Basics of Robotics & Benefits to MSMEs
Published by : Industrial Automation
Fluid power-based machinery offers greater reliability and consistency of operations, says Darshana Thakkar.
Robot has become a buzzword in the manufacturing sector these days; and how robots can help manufacturers address some of the challenges they face in today’s market, such as increased productivity and the scarcity of skilled workers.
Primarily ‘Robots’ in generic terms is visualised as Humanoid Robots which we often see in movies. But what exactly does it mean in the context of industrial robots? What kind of tasks are being performed by robots? How is it beneficial for industrial operations? What are the benefits of robots, not only in monetary terms, but also with respect to human safety and business competition as well?
These are the questions I am trying to address for the benefit of MSME business owners of our country.
This article is prepared considering the owners and leaders of the MSME organisations. Because to start any kind of Automation and Digital Transformation in the organisation, one must first understand the basics of technology. And today robots are playing a big role in the process of automation.
Industrial robotics is a big industry and it changes very rapidly. The technology has changed dramatically in the past few decades, as has the volume and variety of deployments. We are providing herewith the basics of Robotics for those who are new to industrial robotics.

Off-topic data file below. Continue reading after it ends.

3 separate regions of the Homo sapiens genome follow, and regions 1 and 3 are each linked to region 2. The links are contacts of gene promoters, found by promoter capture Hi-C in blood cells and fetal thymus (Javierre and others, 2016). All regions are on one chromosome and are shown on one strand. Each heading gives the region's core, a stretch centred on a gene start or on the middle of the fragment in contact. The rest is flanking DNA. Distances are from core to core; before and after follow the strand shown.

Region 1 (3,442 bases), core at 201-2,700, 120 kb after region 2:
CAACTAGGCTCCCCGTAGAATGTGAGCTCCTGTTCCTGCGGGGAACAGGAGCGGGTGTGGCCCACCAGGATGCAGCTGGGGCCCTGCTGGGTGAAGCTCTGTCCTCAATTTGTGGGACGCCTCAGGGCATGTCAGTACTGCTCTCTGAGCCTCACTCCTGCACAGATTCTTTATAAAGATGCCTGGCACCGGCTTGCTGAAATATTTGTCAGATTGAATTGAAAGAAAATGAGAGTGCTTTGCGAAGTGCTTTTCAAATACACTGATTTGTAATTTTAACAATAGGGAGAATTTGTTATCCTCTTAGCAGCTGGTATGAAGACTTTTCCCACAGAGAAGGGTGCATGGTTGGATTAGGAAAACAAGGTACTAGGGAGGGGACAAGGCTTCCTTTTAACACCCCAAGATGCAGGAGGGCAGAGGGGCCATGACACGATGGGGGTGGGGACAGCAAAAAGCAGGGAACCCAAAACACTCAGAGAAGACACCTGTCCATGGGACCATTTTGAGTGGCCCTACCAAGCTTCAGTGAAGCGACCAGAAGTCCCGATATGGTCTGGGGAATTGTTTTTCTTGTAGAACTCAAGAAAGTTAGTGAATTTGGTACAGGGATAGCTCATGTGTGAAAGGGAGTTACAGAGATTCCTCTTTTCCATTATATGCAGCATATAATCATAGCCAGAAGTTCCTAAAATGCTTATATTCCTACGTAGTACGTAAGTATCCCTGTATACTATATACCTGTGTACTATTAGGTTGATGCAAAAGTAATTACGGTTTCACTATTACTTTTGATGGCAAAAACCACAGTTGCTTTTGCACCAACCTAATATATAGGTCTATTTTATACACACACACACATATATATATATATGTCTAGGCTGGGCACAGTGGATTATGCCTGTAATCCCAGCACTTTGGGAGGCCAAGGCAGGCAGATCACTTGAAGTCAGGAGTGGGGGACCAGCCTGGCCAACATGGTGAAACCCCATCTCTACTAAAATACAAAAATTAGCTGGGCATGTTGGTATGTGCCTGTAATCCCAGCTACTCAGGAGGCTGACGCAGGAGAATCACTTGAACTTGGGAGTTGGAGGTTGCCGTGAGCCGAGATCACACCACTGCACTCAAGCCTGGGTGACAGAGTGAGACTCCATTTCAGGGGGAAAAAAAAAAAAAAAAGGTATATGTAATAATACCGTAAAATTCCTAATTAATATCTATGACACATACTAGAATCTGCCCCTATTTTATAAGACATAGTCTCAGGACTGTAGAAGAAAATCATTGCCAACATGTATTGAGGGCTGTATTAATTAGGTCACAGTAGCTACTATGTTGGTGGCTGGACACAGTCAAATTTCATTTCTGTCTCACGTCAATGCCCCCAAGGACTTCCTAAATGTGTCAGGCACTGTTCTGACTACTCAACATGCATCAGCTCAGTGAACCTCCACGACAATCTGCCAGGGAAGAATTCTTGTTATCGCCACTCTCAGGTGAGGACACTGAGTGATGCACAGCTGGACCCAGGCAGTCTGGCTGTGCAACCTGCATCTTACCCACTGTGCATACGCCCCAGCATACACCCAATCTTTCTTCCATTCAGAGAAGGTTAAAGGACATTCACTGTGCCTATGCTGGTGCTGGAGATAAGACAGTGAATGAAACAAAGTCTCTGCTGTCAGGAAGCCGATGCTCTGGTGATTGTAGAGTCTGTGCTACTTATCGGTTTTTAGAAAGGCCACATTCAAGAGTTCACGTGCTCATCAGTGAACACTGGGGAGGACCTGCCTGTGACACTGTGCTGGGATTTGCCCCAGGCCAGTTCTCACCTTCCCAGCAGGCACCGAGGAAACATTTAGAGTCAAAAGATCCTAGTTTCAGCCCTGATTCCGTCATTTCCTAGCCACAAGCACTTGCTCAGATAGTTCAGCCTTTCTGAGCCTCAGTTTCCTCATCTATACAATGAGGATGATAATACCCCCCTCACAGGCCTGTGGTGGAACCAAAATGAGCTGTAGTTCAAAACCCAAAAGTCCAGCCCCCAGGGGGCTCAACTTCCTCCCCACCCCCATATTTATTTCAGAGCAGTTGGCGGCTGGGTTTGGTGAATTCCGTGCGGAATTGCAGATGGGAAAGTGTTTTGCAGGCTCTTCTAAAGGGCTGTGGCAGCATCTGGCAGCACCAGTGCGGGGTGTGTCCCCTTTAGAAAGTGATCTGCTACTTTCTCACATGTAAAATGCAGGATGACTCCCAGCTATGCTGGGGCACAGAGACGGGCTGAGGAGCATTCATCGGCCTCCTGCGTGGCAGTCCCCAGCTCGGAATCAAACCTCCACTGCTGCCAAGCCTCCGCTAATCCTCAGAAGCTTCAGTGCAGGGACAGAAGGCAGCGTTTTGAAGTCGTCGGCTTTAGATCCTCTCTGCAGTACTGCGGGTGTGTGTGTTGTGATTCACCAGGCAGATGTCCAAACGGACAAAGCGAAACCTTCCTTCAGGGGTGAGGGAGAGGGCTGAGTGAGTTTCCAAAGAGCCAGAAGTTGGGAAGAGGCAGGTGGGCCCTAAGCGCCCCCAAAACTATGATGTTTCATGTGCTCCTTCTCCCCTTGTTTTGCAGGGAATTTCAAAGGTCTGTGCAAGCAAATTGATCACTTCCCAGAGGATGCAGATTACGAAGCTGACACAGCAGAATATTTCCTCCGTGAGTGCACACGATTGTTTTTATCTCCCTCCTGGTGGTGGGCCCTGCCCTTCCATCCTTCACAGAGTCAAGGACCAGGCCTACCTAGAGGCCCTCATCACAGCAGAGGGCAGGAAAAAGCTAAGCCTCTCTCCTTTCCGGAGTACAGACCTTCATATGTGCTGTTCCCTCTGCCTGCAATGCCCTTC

How different types of robots improve an actual manufacturing operation? For smaller manufacturers who are curious about robots but have never worked with them, it may be difficult to envision how robots might fit into their facility. Here’s an overview of four types of industrial robots that every manufacturer should know.
1. Articulated Robots
Articulated robots are classified by the number of points of rotation or axis they have – 6-axis is the most common. There are also 4- and 7-axis units available.
Flexibility, dexterity and reach make articulated robots ideally suited for tasks that span non-parallel planes. Articulated robots can also easily reach into a machine tool compartment and under obstructions to gain access to a workpiece (or even around an obstruction, in the case of a 7-axis robot).
Sealed joints and protective sleeves allow articulated robots to excel in clean and dirty environments alike. The potential for mounting an articulated robot on any surface (e.g., a ceiling, a sliding rail) accommodates a wide range of working options.
The only problem is the higher cost compared to other robot types with similar payloads. They are less suitable for very high-speed applications due to their more complex kinematics and relatively higher component mass.